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2007 Scientific Report

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VARI | 2007 Rick Hay, Ph.D., M.D., F.A.H.A. Laboratory of Noninvasive Imaging and Radiation Biology Dr. Hay earned a Ph.D. in pathology (1977) and an M.D. (1978) at the University of Chicago and the Pritzker School of Medicine. He became a resident in anatomic pathology and then a postdoctoral research fellow in the University of Chicago Hospitals and Clinics. Following a postdoctoral fellowship at the Biocenter/University of Basel (Switzerland), he returned to the University of Chicago as an Assistant Professor in the Department of Pathology and Associate Director of the Section of Autopsy Pathology from 1984 to 1992. He moved to the University of Michigan Medical Center in 1992 as a clinical fellow in the Division of Nuclear Medicine and became Chief Fellow in 1993. From 1994 to 1997 he was a staff physician, and from 1995 to 1997 the Medical Director in the Department of Nuclear Medicine at St. John Hospital and Medical Center in Detroit. He joined VARI in 2001 as a Senior Scientific Investigator. In 2002 he was named Assistant to the Director for Clinical Programs, and in 2003 was appointed Deputy Director for Clinical Programs. 31 Staff Laboratory Staff Visiting Scientist Students Visiting Scientists Physician-in-training Troy Giambernardi, Ph.D. Kim Hardy, M.A., RT(R), RDMS Yue Guo, B.S. Joel Strehl, B.S. Catherine Walker, B.S. Nigel Crompton, Ph.D., D.Sc. Matthew Steensma, M.D. Laboratory Staff Students Students Consultants Visiting Scientists Elianna Bootzin Natalie Kent Sara Kunz Jose Toro Rebecca Trierweiler Helayne Sherman, M.D., Ph.D., F.A.C.C. Milton Gross, M.D., F.A.C.N.P.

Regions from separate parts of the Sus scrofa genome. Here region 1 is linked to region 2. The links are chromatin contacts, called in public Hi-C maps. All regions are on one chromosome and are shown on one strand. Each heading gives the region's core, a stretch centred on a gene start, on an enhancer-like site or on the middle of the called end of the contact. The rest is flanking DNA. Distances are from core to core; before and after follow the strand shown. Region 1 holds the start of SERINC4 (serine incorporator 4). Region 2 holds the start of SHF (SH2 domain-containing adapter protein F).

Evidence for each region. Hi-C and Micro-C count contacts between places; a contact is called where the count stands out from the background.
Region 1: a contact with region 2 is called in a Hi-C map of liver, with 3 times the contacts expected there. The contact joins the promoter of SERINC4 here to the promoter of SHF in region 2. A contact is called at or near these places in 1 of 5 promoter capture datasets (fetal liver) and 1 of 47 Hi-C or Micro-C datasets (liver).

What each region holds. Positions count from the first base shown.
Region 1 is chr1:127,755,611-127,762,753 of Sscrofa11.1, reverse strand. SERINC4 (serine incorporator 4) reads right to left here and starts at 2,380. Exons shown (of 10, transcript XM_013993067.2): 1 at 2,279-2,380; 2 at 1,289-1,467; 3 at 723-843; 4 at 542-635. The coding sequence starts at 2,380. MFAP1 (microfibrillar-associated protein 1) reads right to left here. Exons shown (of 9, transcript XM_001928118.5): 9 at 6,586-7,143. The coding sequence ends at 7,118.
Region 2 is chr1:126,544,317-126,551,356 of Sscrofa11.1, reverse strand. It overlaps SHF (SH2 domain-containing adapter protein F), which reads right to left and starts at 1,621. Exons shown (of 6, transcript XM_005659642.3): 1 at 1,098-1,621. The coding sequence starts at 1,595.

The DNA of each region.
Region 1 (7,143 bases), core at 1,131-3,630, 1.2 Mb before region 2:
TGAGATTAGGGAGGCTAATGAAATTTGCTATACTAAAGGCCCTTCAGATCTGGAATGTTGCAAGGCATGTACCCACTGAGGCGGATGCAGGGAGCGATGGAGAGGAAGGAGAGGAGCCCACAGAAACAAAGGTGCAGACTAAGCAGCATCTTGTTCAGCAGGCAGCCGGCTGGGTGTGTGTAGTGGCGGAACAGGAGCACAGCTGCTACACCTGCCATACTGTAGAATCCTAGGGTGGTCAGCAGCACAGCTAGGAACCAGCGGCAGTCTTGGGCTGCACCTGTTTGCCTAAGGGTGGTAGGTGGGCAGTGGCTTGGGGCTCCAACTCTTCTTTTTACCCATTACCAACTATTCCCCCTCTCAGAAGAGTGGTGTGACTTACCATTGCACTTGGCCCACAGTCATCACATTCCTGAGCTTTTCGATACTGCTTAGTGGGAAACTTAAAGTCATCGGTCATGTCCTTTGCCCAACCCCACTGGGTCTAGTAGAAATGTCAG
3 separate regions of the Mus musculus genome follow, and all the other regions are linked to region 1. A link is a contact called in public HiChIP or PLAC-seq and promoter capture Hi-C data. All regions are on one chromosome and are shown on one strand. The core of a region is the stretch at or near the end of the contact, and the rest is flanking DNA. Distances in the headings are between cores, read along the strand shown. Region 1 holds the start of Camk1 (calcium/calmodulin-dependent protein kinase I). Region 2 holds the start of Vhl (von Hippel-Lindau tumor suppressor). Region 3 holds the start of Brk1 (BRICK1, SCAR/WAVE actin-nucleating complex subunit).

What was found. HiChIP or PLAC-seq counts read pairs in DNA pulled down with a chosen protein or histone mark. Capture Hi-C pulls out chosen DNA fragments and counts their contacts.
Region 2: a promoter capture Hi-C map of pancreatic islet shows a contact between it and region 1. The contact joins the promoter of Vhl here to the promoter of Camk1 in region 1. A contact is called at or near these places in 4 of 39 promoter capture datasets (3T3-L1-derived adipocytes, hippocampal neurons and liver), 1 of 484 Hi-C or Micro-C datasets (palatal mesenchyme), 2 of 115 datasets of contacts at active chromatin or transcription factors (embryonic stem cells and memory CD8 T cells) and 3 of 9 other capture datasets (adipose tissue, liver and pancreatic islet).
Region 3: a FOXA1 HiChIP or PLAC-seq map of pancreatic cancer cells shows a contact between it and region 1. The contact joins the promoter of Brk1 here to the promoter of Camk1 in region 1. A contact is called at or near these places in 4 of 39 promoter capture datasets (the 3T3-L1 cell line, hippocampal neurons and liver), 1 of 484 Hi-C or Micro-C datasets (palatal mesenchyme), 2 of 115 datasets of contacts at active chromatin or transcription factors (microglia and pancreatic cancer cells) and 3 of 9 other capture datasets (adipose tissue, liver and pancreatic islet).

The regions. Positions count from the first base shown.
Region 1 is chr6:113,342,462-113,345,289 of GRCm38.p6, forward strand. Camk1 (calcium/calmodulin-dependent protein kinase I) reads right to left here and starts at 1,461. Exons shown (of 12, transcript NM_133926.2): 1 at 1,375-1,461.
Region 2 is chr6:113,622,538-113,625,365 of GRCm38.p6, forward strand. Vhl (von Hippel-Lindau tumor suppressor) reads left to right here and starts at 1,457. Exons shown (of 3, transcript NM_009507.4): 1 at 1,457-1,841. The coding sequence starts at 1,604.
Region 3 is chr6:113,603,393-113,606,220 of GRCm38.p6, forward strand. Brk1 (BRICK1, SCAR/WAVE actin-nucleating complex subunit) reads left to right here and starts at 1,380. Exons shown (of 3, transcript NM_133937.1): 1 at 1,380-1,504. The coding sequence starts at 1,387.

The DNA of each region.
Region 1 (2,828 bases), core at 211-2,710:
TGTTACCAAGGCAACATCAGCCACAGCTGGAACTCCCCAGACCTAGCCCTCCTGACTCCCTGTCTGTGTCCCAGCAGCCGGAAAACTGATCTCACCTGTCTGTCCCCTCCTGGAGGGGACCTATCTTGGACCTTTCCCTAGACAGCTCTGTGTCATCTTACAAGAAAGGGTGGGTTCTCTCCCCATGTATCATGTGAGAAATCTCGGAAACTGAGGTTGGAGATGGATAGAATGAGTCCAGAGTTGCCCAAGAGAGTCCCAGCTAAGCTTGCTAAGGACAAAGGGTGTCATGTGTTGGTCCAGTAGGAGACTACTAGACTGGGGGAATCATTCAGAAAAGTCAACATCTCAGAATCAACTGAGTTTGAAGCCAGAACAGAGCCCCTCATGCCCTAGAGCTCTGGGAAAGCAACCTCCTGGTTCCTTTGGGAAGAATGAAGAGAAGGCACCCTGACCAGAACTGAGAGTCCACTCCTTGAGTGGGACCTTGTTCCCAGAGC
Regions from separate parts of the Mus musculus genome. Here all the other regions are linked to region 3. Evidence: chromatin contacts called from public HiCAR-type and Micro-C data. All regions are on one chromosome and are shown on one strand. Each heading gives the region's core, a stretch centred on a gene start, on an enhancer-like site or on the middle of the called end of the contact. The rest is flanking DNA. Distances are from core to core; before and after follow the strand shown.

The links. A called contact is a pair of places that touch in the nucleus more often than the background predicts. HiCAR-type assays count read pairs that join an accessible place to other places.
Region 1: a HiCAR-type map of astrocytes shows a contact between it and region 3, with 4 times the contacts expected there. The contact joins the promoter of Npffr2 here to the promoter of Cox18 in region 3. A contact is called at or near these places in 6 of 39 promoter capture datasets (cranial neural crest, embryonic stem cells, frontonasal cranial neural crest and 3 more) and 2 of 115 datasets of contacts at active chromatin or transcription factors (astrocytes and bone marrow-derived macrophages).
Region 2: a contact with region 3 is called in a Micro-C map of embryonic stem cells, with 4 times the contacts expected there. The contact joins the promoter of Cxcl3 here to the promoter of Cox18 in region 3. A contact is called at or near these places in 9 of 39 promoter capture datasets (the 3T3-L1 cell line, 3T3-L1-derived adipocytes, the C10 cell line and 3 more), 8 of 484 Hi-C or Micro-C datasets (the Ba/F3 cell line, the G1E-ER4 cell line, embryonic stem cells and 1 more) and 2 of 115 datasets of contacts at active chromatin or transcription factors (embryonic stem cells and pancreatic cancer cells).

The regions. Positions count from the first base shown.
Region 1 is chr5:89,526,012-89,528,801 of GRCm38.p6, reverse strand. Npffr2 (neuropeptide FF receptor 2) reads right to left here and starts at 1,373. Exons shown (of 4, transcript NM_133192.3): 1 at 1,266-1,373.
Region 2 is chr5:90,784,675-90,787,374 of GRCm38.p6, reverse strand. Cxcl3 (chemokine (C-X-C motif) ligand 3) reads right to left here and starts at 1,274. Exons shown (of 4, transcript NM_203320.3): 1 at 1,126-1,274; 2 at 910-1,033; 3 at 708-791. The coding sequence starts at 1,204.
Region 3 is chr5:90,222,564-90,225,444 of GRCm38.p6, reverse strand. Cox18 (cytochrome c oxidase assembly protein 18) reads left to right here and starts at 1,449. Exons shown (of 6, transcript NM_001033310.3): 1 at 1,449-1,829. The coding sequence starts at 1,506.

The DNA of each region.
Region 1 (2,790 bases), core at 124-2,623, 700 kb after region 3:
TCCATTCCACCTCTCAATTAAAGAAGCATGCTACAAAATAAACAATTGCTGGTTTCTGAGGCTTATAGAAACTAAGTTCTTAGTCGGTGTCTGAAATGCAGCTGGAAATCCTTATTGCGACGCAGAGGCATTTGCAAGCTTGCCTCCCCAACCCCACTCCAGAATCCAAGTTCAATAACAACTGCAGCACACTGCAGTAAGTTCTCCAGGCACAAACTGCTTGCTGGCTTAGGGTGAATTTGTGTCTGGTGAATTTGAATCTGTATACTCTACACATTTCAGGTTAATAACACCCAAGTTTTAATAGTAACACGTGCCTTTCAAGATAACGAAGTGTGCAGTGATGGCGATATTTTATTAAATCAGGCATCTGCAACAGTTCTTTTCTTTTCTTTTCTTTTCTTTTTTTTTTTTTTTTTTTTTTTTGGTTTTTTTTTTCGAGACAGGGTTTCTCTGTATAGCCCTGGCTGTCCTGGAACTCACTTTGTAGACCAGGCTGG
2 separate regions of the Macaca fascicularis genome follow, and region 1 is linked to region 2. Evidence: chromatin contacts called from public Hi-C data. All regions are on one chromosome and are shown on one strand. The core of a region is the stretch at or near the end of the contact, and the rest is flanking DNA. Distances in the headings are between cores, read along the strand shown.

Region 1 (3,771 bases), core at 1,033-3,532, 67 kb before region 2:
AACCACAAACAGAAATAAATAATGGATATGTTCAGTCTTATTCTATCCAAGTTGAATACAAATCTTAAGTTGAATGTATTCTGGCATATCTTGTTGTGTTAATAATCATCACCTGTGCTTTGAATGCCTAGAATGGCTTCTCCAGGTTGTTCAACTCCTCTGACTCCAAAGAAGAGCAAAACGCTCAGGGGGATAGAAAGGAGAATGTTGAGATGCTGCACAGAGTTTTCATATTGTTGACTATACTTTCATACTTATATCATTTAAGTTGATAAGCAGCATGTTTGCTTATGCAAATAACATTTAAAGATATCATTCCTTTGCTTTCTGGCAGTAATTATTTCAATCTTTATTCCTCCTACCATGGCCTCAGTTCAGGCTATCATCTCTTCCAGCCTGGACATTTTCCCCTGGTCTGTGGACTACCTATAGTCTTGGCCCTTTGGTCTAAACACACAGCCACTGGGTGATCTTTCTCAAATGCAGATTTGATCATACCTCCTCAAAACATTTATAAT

Van Andel Research Institute | Scientific Report Research Interests In July 2005, the Laboratory of Noninvasive Imaging and Radiation Biology originated as an outgrowth and expansion of activities of the Laboratory of Molecular Oncology. This lab is devoted to both noninvasive imaging (i.e., the generation and analysis of images or depictions of structure and selected functions in living organisms without surgically or mechanically penetrating a body cavity) and radiation biology (which involves analysis of the consequences of external and internal radiation exposure in living organisms). The lab’s work follows three common themes: • Development and use of laboratory models that address medical imaging and radiation exposure problems. • Advancement of technology in imaging and radiation biology, including novel agents, probes, and reporters; new strategies for tackling research problems; and new instrumentation. • Pursuit of two-way translation between the laboratory and the clinical setting, i.e., using examples of human disease to design and improve laboratory model systems for study, as well as moving new discoveries from the laboratory benchtop to the patient’s bedside. 32 We depend heavily upon access to sophisticated instruments and equipment, including nuclear imaging cameras; planar and tomographic X-ray units; clinical and research ultrasonography units; fluorescence detection systems; and cell and organism irradiation capability. Because of the equipment- and expertise-intensive nature of our projects, we could not succeed without the help of our valued collaborators. During this past year we have acquired two new state-of-the-art noninvasive imaging instruments: a Vevo 770 high-resolution micro-ultrasound imaging system (VisualSonics) and a nanoSPECT/CT imaging unit (BioScan), and we have continued to pursue research projects in radiation biology, nuclear medicine, and multimodality imaging. One established research project continues work begun by Nigel Crompton at the Paul Scherrer Institute in Switzerland, now performed in collaboration with the radiation oncology service at Saint Mary’s Health Care. This project seeks to predict the sensitivity of a patient’s normal tissues to irradiation that is being administered for treatment of a serious condition such as cancer. For this project a sample of the patient’s blood is drawn before radiation therapy. The blood sample is then irradiated (outside the patient) under precise conditions of exposure, treated with fluorescent molecules that detect certain types of blood cells (lymphocytes), and then analyzed by fluorescence-activated cell sorting (FACS) for evidence of lymphocyte death. In Switzerland, Dr. Crompton established a close correlation between lymphocyte death and a patient’s normal tissue tolerance to irradiation. We are now determining whether western Michigan patients respond similarly, as well as investigating the effects of patient age, gender, and administered radiation dose on the apoptotic response.

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